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First trial of new shield 'made Vettel dizzy'

The new Shield Device atached to Sebastian Vettel's Ferrari at the British Grand Prix
© XPB 

Sebastian Vettel admitted that he had felt dizzy after trialling the new shield head protection systems on his Ferrari on Friday.

Vettel completed just a single installation lap at Silverstone with the new canopy-style device attached to the SF70H. Initially he reported that his view had been 'blurred'.

But in the afternoon, he expanded his reaction to the trial by saying that the new device had also made him feel dizzy.

"I don't think I need to talk about the pros. Obviously I know what it's for," said Vettel. "Cons: I tried it this morning, I got a bit dizzy.

"Forward vision is not very good," he added. "I think it's because of the curvature. You get quite a bit of distortion.

"You get quite a bit of downwash down the straights pushing the helmet forward," he said. "We had a run planned with it but I didn’t like it so we took it off.”

Sky Sports F1 analyst Pat Symonds explained what Vettel was referring to by 'downwash' in this instance.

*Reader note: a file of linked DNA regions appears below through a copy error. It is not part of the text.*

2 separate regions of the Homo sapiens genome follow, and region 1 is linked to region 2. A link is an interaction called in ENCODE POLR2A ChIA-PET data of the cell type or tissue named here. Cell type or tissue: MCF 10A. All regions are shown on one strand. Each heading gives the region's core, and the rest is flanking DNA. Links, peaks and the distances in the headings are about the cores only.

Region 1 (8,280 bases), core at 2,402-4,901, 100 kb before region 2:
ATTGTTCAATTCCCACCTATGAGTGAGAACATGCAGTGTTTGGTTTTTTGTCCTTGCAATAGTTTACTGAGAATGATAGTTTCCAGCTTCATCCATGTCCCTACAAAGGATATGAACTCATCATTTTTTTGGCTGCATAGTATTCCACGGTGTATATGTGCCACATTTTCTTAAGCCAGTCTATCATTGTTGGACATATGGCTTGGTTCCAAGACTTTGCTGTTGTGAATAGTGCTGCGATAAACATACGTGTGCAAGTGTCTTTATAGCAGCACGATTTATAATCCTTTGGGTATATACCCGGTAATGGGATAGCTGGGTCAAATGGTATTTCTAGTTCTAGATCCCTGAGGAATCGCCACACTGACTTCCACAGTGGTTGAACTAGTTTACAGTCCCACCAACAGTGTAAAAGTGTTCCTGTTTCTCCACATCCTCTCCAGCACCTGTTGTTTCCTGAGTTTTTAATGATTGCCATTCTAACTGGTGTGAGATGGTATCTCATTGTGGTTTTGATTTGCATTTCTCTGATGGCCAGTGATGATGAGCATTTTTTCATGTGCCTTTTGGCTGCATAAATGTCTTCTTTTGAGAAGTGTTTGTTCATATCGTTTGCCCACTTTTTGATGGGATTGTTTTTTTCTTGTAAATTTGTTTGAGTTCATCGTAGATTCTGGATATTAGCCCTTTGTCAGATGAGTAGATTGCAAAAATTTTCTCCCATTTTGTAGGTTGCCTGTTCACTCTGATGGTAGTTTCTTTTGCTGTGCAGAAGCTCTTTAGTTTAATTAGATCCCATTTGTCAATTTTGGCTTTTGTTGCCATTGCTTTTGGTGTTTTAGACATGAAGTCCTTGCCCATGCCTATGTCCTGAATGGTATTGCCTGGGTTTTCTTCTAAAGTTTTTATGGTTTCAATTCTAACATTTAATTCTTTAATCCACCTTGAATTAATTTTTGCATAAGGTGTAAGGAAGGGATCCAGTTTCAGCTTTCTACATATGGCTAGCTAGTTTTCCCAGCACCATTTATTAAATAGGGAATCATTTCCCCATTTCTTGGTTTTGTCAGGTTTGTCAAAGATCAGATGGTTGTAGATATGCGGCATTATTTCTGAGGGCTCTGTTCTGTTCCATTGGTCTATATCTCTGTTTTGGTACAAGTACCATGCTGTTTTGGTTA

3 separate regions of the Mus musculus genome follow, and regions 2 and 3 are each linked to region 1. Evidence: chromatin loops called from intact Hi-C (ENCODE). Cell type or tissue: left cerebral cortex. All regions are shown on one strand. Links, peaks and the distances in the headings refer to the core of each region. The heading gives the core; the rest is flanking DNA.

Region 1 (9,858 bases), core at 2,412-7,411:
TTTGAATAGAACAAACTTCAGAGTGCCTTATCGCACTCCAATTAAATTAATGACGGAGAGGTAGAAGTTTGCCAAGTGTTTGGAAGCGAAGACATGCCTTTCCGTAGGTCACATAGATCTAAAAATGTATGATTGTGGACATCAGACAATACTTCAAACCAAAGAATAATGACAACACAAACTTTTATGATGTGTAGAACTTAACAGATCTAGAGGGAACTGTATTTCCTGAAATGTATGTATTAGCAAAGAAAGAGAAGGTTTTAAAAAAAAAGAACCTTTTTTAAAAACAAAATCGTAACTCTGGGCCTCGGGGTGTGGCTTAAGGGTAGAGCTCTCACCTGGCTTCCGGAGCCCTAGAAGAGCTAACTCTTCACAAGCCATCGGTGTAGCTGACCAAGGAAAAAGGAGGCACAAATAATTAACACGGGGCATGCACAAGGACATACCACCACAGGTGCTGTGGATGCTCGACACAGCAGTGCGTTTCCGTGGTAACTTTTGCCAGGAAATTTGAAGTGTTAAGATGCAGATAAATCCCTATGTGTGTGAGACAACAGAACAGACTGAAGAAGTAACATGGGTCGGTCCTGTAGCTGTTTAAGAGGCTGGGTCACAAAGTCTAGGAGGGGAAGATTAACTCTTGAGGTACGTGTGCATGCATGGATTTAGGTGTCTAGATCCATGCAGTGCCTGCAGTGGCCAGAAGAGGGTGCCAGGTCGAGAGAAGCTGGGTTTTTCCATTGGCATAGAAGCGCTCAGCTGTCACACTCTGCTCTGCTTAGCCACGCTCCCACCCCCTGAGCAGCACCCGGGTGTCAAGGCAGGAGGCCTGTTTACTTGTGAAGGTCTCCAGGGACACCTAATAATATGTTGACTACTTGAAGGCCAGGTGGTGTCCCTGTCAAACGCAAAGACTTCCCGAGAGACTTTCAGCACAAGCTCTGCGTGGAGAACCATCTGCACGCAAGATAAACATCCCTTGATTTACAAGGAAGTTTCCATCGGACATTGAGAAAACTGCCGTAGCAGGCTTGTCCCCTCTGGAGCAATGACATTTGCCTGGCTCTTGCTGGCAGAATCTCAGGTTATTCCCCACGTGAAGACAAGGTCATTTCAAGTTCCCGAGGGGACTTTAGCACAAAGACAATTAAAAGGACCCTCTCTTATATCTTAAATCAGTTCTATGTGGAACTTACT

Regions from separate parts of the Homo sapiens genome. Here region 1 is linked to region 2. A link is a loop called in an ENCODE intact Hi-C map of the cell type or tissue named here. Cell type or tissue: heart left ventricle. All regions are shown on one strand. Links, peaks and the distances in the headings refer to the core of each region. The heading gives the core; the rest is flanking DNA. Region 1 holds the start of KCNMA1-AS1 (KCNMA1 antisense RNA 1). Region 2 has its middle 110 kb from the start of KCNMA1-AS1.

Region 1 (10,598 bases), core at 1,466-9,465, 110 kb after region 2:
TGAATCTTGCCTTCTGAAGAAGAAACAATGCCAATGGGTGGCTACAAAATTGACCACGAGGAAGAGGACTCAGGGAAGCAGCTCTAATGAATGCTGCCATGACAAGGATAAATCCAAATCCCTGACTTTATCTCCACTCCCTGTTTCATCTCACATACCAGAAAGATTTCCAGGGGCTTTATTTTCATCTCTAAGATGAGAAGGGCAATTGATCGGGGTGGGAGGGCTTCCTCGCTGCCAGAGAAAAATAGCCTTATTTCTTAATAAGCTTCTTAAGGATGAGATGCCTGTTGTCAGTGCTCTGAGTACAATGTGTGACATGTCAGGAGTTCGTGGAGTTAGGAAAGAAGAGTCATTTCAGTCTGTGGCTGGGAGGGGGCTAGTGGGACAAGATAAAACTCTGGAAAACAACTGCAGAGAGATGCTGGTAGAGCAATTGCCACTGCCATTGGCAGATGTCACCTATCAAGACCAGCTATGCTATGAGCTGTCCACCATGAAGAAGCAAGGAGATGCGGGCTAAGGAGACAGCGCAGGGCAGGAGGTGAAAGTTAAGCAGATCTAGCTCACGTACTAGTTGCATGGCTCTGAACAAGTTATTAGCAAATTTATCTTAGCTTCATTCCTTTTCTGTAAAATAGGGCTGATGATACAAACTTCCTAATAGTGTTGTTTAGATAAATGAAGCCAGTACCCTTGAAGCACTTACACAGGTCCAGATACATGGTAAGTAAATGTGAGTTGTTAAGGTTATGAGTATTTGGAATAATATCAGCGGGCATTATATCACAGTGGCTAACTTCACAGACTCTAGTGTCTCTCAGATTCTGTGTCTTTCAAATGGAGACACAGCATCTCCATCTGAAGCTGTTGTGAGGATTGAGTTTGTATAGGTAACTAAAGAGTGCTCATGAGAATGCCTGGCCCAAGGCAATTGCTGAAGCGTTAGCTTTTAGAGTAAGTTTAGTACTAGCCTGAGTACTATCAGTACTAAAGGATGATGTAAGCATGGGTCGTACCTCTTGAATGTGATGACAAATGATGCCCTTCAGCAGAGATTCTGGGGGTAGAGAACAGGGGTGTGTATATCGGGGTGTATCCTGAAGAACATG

"What he's describing is air spilling over and into the cockpit," he said, adding that CFD simulations last year had hinted at potential issues.

"We did see an awful lot of effect not just on the driver but on the engine inlet, on the rear wing, things like that," he said.

"I keep going on about aerodynamics, but we can't forget the aerodynamics on a Formula 1 car.

"This is really quite an immature technology that we're talking about."

Vettel also seemed to find is difficult to climb in and out of the cockpit of the car with the shield attached. However, he suggested that this wasn't a particular sticking point.

"For sure it doesn't help," he admitted. "I think it's more that - obviously getting in doesn't matter - but getting out, it's more about getting used to it. So that's not the main thing, I think."

The shield is set to be analysed further at the Italian Grand Prix in September. It replaces the now-abandoned 'halo' concept, which fitted a wishbone-like structure over the cockpit to protect the driver's head from impacts.

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